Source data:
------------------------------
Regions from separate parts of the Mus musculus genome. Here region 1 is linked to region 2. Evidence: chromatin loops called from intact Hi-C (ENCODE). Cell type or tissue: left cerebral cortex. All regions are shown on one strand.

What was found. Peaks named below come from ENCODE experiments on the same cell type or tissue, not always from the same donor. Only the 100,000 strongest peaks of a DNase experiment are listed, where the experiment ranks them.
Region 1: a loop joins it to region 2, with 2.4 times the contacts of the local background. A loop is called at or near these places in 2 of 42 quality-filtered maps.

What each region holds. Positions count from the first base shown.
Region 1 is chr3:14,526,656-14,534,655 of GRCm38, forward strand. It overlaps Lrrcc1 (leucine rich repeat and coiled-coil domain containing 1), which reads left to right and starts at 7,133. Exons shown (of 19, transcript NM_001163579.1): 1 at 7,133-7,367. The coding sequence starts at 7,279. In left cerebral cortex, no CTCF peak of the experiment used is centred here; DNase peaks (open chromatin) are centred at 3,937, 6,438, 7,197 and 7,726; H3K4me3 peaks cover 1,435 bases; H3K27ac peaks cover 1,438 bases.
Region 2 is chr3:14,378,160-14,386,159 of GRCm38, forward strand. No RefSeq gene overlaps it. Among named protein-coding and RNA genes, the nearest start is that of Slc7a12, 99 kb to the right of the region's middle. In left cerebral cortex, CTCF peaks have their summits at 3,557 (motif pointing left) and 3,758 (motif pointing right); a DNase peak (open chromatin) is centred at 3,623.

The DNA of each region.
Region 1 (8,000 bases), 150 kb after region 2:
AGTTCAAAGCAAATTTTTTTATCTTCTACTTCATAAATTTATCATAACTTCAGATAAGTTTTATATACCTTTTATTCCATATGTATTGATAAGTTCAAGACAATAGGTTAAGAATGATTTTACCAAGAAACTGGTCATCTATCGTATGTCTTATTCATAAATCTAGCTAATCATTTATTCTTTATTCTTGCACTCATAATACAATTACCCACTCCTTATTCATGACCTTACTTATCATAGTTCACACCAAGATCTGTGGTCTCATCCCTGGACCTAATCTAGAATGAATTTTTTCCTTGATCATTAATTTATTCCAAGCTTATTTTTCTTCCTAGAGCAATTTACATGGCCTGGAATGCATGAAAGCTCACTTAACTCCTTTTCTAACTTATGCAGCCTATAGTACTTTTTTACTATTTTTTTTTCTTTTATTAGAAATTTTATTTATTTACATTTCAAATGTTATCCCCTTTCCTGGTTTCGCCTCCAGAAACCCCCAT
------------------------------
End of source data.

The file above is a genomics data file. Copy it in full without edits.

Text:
Regions from separate parts of the Mus musculus genome. Here region 1 is linked to region 2. Evidence: chromatin loops called from intact Hi-C (ENCODE). Cell type or tissue: left cerebral cortex. All regions are shown on one strand.

What was found. Peaks named below come from ENCODE experiments on the same cell type or tissue, not always from the same donor. Only the 100,000 strongest peaks of a DNase experiment are listed, where the experiment ranks them.
Region 1: a loop joins it to region 2, with 2.4 times the contacts of the local background. A loop is called at or near these places in 2 of 42 quality-filtered maps.

What each region holds. Positions count from the first base shown.
Region 1 is chr3:14,526,656-14,534,655 of GRCm38, forward strand. It overlaps Lrrcc1 (leucine rich repeat and coiled-coil domain containing 1), which reads left to right and starts at 7,133. Exons shown (of 19, transcript NM_001163579.1): 1 at 7,133-7,367. The coding sequence starts at 7,279. In left cerebral cortex, no CTCF peak of the experiment used is centred here; DNase peaks (open chromatin) are centred at 3,937, 6,438, 7,197 and 7,726; H3K4me3 peaks cover 1,435 bases; H3K27ac peaks cover 1,438 bases.
Region 2 is chr3:14,378,160-14,386,159 of GRCm38, forward strand. No RefSeq gene overlaps it. Among named protein-coding and RNA genes, the nearest start is that of Slc7a12, 99 kb to the right of the region's middle. In left cerebral cortex, CTCF peaks have their summits at 3,557 (motif pointing left) and 3,758 (motif pointing right); a DNase peak (open chromatin) is centred at 3,623.

The DNA of each region.
Region 1 (8,000 bases), 150 kb after region 2:
AGTTCAAAGCAAATTTTTTTATCTTCTACTTCATAAATTTATCATAACTTCAGATAAGTTTTATATACCTTTTATTCCATATGTATTGATAAGTTCAAGACAATAGGTTAAGAATGATTTTACCAAGAAACTGGTCATCTATCGTATGTCTTATTCATAAATCTAGCTAATCATTTATTCTTTATTCTTGCACTCATAATACAATTACCCACTCCTTATTCATGACCTTACTTATCATAGTTCACACCAAGATCTGTGGTCTCATCCCTGGACCTAATCTAGAATGAATTTTTTCCTTGATCATTAATTTATTCCAAGCTTATTTTTCTTCCTAGAGCAATTTACATGGCCTGGAATGCATGAAAGCTCACTTAACTCCTTTTCTAACTTATGCAGCCTATAGTACTTTTTTACTATTTTTTTTTCTTTTATTAGAAATTTTATTTATTTACATTTCAAATGTTATCCCCTTTCCTGGTTTCGCCTCCAGAAACCCCCAT